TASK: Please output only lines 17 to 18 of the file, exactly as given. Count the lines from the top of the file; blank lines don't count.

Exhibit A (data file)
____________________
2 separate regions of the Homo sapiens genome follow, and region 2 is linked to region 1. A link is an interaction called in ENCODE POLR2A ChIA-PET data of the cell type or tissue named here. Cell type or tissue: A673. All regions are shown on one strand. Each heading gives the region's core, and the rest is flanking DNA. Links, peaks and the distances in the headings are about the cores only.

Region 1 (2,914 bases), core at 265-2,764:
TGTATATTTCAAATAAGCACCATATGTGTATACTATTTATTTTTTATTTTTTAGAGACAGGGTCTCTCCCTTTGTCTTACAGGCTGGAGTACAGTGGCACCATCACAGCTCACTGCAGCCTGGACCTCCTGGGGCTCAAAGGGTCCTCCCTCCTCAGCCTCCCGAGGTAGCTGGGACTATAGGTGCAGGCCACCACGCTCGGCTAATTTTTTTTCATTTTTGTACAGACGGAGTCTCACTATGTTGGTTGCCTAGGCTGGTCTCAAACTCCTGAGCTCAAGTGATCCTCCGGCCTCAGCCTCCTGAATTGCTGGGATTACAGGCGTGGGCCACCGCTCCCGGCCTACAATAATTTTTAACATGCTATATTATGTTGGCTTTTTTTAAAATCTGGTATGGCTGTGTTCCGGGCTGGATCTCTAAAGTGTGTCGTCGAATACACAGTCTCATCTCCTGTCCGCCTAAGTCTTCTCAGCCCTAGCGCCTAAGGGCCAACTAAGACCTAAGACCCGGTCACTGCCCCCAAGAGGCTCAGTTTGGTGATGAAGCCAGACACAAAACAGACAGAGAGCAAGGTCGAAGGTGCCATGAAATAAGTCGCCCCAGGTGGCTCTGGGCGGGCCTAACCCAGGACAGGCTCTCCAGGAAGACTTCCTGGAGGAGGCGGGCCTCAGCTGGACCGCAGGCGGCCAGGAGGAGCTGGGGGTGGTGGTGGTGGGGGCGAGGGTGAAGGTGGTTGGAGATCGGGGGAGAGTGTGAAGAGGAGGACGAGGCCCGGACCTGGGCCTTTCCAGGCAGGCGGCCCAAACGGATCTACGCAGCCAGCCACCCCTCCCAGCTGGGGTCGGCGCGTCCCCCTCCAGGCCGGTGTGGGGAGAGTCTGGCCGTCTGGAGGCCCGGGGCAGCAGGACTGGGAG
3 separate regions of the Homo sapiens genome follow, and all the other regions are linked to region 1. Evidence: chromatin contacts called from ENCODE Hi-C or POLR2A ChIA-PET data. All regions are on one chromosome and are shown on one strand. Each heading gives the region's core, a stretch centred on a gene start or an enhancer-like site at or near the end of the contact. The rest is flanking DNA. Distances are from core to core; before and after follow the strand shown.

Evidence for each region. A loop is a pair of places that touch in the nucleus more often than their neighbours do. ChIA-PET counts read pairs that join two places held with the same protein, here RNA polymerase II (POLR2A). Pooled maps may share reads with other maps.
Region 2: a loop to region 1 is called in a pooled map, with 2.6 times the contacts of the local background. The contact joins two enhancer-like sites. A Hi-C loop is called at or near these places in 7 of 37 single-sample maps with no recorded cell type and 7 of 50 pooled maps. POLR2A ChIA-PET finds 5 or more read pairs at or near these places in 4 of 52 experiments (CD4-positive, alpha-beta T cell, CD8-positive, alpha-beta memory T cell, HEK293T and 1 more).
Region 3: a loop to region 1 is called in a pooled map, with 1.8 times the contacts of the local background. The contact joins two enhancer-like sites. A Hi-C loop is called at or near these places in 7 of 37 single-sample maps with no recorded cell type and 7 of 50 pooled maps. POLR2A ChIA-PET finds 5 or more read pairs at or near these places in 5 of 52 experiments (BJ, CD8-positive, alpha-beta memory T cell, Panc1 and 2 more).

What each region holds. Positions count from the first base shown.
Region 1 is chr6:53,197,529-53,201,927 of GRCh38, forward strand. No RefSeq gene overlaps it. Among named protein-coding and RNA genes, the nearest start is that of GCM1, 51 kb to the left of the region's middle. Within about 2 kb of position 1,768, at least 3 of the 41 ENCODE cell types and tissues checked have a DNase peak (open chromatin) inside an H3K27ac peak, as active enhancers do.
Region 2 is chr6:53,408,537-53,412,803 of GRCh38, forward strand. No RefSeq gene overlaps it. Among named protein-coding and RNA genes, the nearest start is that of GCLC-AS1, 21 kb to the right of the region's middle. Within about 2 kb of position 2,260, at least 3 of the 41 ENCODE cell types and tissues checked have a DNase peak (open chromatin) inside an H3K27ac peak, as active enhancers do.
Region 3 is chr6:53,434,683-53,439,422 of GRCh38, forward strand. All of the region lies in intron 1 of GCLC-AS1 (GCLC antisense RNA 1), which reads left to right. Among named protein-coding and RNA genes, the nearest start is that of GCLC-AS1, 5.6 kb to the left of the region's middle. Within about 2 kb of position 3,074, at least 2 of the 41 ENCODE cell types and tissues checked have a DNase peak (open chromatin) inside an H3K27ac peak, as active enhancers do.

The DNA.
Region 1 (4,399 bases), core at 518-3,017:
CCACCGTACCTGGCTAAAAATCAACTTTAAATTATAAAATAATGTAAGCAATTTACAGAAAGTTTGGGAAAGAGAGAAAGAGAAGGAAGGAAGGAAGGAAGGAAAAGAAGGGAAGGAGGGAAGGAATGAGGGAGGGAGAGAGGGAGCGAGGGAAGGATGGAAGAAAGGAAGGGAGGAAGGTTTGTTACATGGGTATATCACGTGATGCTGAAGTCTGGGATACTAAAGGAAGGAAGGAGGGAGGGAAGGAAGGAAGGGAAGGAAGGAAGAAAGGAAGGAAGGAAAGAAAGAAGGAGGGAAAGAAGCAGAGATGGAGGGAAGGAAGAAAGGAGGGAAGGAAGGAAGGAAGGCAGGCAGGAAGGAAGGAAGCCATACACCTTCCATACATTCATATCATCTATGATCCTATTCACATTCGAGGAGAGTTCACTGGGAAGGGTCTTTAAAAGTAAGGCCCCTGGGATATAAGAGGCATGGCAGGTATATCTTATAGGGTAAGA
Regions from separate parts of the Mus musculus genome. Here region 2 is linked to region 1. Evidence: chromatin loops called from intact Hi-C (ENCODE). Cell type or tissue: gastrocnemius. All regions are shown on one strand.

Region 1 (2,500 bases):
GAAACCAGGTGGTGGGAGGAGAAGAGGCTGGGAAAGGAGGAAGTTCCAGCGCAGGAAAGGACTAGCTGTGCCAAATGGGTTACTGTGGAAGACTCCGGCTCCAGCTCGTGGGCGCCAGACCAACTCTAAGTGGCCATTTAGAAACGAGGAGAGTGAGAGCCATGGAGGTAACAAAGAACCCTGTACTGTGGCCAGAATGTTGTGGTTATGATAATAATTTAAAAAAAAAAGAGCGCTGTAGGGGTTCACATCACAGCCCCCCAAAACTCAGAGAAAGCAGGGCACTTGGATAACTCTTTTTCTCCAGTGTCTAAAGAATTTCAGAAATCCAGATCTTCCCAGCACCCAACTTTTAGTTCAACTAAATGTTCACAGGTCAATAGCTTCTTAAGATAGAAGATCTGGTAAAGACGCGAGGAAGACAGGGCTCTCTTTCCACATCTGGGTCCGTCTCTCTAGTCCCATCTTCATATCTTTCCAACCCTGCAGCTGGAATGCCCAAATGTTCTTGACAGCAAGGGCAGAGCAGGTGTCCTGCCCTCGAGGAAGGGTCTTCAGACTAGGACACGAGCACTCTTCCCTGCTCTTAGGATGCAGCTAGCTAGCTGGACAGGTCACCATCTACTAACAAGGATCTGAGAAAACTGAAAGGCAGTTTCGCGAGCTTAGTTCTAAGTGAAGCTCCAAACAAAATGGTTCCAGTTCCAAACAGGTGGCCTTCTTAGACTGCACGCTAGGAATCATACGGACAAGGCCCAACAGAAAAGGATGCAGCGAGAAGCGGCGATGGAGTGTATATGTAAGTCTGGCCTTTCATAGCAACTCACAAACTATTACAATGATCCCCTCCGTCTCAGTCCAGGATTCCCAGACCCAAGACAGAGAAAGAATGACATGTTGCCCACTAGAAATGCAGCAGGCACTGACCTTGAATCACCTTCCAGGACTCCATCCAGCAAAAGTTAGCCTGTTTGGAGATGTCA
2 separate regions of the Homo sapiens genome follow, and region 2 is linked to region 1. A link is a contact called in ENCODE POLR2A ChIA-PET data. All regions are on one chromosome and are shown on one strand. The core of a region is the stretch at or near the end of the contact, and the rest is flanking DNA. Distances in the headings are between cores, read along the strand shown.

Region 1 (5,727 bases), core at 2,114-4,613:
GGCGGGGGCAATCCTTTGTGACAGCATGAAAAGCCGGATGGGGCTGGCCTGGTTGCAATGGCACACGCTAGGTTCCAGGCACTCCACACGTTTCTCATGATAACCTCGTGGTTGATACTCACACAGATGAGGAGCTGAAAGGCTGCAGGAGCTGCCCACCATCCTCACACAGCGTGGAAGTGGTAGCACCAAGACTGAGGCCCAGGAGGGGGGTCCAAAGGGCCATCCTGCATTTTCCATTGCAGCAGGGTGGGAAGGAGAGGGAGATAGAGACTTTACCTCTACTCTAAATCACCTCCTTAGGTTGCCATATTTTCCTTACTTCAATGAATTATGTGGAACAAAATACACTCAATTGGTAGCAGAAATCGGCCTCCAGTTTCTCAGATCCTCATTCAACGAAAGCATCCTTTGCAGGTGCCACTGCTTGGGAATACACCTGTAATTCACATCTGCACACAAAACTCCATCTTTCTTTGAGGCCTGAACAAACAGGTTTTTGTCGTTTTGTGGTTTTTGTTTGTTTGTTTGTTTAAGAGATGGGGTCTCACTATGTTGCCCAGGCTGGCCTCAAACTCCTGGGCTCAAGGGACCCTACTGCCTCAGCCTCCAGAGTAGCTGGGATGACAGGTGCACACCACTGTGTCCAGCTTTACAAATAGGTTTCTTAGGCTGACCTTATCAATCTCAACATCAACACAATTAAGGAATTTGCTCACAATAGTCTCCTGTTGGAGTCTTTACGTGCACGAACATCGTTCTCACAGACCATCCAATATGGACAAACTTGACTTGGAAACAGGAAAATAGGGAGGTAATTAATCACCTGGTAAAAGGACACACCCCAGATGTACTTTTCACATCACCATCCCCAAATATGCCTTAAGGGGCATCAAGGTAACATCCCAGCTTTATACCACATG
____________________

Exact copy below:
GAAACCAGGTGGTGGGAGGAGAAGAGGCTGGGAAAGGAGGAAGTTCCAGCGCAGGAAAGGACTAGCTGTGCCAAATGGGTTACTGTGGAAGACTCCGGCTCCAGCTCGTGGGCGCCAGACCAACTCTAAGTGGCCATTTAGAAACGAGGAGAGTGAGAGCCATGGAGGTAACAAAGAACCCTGTACTGTGGCCAGAATGTTGTGGTTATGATAATAATTTAAAAAAAAAAGAGCGCTGTAGGGGTTCACATCACAGCCCCCCAAAACTCAGAGAAAGCAGGGCACTTGGATAACTCTTTTTCTCCAGTGTCTAAAGAATTTCAGAAATCCAGATCTTCCCAGCACCCAACTTTTAGTTCAACTAAATGTTCACAGGTCAATAGCTTCTTAAGATAGAAGATCTGGTAAAGACGCGAGGAAGACAGGGCTCTCTTTCCACATCTGGGTCCGTCTCTCTAGTCCCATCTTCATATCTTTCCAACCCTGCAGCTGGAATGCCCAAATGTTCTTGACAGCAAGGGCAGAGCAGGTGTCCTGCCCTCGAGGAAGGGTCTTCAGACTAGGACACGAGCACTCTTCCCTGCTCTTAGGATGCAGCTAGCTAGCTGGACAGGTCACCATCTACTAACAAGGATCTGAGAAAACTGAAAGGCAGTTTCGCGAGCTTAGTTCTAAGTGAAGCTCCAAACAAAATGGTTCCAGTTCCAAACAGGTGGCCTTCTTAGACTGCACGCTAGGAATCATACGGACAAGGCCCAACAGAAAAGGATGCAGCGAGAAGCGGCGATGGAGTGTATATGTAAGTCTGGCCTTTCATAGCAACTCACAAACTATTACAATGATCCCCTCCGTCTCAGTCCAGGATTCCCAGACCCAAGACAGAGAAAGAATGACATGTTGCCCACTAGAAATGCAGCAGGCACTGACCTTGAATCACCTTCCAGGACTCCATCCAGCAAAAGTTAGCCTGTTTGGAGATGTCA
2 separate regions of the Homo sapiens genome follow, and region 2 is linked to region 1. A link is a contact called in ENCODE POLR2A ChIA-PET data. All regions are on one chromosome and are shown on one strand. The core of a region is the stretch at or near the end of the contact, and the rest is flanking DNA. Distances in the headings are between cores, read along the strand shown.